Jacqueline Lee Bouvier "Jackie" Kennedy Onassis (July 28, 1929 – May 19, 1994) was the wife of the 35th President of the United States, John F. Kennedy, and served as First Lady of the United States during his presidency from 1961 until his assassination in 1963. Five years later she married Greek shipping magnate Aristotle Onassis; they remained married until his death in 1975. For the final two decades of her life, Jacqueline Kennedy Onassis had a successful career as a book editor. She is remembered for her contributions to the arts and preservation of historic architecture, her style, elegance, and grace. A fashion icon, her famous pink Chanel suit has become a symbol of her husband's assassination and one of the lasting images of the 1960s.
Jacqueline Lee Bouvier was born in Southampton, New York, to Wall Street stock broker John Vernou Bouvier III (also known as "Black Jack Bouvier") and Janet Norton Lee. Jacqueline had a younger sister, Caroline Lee (known as Lee), born in 1933. Her parents divorced in 1940 and her mother married Standard Oil heir Hugh D. Auchincloss, Jr. in 1942. Through Janet's second marriage, Jacqueline gained a half sister and a half brother, Janet and James Auchincloss.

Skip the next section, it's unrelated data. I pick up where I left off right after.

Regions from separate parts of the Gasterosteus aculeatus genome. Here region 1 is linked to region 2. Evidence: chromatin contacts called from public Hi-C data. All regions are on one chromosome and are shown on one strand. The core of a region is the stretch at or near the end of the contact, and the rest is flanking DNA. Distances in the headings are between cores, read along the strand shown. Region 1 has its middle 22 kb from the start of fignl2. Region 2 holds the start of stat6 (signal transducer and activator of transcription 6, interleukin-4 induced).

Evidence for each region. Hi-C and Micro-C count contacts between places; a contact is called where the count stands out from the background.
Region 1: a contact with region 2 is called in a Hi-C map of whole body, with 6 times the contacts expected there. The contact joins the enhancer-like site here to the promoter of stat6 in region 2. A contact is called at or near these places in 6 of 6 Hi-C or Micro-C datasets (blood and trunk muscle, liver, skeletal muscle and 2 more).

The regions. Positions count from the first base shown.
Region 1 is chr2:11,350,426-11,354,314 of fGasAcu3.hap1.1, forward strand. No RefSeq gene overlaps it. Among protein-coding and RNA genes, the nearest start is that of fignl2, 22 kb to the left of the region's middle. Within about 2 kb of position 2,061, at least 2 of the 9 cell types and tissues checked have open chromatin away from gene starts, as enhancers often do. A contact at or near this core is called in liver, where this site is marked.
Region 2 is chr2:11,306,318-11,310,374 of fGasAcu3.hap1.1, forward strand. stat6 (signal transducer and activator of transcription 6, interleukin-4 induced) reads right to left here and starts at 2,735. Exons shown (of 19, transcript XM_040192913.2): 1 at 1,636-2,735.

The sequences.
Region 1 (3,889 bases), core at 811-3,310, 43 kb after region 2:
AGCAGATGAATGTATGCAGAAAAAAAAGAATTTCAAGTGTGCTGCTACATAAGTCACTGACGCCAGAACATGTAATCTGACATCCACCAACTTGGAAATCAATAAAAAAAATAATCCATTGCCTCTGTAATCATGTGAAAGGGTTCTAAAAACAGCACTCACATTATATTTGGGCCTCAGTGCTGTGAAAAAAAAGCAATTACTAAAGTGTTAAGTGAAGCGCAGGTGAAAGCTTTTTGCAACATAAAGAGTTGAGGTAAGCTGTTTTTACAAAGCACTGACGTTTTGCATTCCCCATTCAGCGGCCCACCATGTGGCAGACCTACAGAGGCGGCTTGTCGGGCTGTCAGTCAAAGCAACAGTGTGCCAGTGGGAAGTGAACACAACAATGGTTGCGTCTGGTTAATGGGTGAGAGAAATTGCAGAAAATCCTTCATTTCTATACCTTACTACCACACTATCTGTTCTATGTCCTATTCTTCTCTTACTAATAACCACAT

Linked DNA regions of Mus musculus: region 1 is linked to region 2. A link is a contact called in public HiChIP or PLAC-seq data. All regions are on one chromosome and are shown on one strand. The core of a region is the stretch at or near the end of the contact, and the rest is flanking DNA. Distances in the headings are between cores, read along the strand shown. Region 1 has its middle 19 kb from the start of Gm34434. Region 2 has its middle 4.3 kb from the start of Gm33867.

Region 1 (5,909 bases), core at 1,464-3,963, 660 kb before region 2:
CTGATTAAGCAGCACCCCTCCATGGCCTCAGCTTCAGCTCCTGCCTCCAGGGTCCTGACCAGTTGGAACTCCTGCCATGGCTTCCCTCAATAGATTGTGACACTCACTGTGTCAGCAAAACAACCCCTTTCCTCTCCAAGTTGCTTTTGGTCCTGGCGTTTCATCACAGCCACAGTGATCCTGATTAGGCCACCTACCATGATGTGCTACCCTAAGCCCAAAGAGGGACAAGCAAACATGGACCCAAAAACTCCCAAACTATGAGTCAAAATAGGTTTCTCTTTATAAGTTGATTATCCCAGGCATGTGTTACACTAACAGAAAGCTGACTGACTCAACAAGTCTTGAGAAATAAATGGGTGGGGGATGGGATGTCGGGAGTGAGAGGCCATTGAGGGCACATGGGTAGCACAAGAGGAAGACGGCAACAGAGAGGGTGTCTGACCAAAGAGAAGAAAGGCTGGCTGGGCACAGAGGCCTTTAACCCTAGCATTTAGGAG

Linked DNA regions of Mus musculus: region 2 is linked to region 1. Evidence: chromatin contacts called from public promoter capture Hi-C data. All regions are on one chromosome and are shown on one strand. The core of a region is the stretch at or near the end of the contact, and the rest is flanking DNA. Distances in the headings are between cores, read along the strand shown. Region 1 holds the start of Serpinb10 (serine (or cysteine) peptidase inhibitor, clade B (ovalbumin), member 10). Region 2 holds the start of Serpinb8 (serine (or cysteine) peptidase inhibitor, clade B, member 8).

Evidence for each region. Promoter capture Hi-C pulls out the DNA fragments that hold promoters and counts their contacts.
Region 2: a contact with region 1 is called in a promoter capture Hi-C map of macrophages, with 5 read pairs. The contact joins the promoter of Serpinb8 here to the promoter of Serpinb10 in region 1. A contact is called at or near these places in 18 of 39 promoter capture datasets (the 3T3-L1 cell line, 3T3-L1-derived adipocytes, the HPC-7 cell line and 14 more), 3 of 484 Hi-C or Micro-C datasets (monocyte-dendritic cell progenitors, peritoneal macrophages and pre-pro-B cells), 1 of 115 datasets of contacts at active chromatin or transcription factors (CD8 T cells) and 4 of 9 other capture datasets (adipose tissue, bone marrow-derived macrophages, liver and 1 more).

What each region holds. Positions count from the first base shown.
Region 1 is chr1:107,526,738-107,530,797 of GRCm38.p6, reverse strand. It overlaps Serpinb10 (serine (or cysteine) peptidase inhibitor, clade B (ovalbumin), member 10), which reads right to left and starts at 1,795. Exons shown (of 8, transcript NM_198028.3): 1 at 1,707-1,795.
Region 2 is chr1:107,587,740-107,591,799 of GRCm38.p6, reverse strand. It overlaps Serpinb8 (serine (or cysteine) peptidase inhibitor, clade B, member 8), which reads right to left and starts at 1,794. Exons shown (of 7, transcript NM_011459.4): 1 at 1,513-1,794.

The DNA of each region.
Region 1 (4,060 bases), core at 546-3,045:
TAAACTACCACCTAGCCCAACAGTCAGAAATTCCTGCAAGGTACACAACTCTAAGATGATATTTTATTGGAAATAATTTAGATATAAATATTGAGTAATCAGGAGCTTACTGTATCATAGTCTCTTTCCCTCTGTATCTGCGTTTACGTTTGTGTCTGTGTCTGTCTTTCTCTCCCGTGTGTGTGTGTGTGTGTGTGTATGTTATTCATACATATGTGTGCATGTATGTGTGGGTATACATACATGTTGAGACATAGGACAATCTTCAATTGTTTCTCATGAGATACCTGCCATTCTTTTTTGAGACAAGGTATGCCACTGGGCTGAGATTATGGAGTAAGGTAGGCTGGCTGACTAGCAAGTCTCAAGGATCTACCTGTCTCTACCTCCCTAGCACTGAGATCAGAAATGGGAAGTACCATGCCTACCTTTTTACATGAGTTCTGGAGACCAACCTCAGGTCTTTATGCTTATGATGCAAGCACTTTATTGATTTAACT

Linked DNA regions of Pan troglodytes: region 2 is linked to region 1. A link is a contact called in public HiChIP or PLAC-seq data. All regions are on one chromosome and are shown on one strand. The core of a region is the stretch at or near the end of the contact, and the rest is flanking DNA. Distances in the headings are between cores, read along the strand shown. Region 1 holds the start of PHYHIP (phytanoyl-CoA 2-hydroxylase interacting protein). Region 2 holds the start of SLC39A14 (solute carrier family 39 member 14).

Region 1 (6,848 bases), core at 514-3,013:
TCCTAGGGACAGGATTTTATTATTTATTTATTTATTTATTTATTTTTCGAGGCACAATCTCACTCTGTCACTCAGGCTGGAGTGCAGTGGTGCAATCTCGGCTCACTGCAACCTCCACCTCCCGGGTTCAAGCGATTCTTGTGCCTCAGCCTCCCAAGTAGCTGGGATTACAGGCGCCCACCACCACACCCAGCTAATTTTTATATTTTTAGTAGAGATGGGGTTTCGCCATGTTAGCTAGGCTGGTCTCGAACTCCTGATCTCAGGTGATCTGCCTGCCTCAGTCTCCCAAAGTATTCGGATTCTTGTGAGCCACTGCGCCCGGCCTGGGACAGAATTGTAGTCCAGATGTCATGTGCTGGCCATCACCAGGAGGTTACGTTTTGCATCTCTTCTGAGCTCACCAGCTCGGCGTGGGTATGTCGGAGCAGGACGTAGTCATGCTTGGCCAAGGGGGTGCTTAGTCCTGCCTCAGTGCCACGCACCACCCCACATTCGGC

Her mother's family, the Lees, were of Irish descent, and her father descended from French and English ancestors. Her maternal great grandfather emigrated from Cork, Ireland and later became the Superintendent of the New York City Public Schools. Michel Bouvier, Jacqueline's paternal great-great-grandfather, was born in France and was a contemporary of Joseph Bonaparte and Stephen Girard. He was a Philadelphia-based cabinetmaker, carpenter, merchant and real estate speculator. Michel's wife, Louise Vernou was the daughter of John Vernou, a French émigré tobacconist and Elizabeth Clifford Lindsay, an American-born woman. Jacqueline's grandfather, John Vernou Bouvier Jr., fashioned a more noble ancestry for his family in his vanity family history book Our Forebears. Recent scholarship and the research done by Jacqueline's cousin, John H. Davis, in his book The Bouviers: Portrait of an American Family, have disproved most of these fantasy lineages.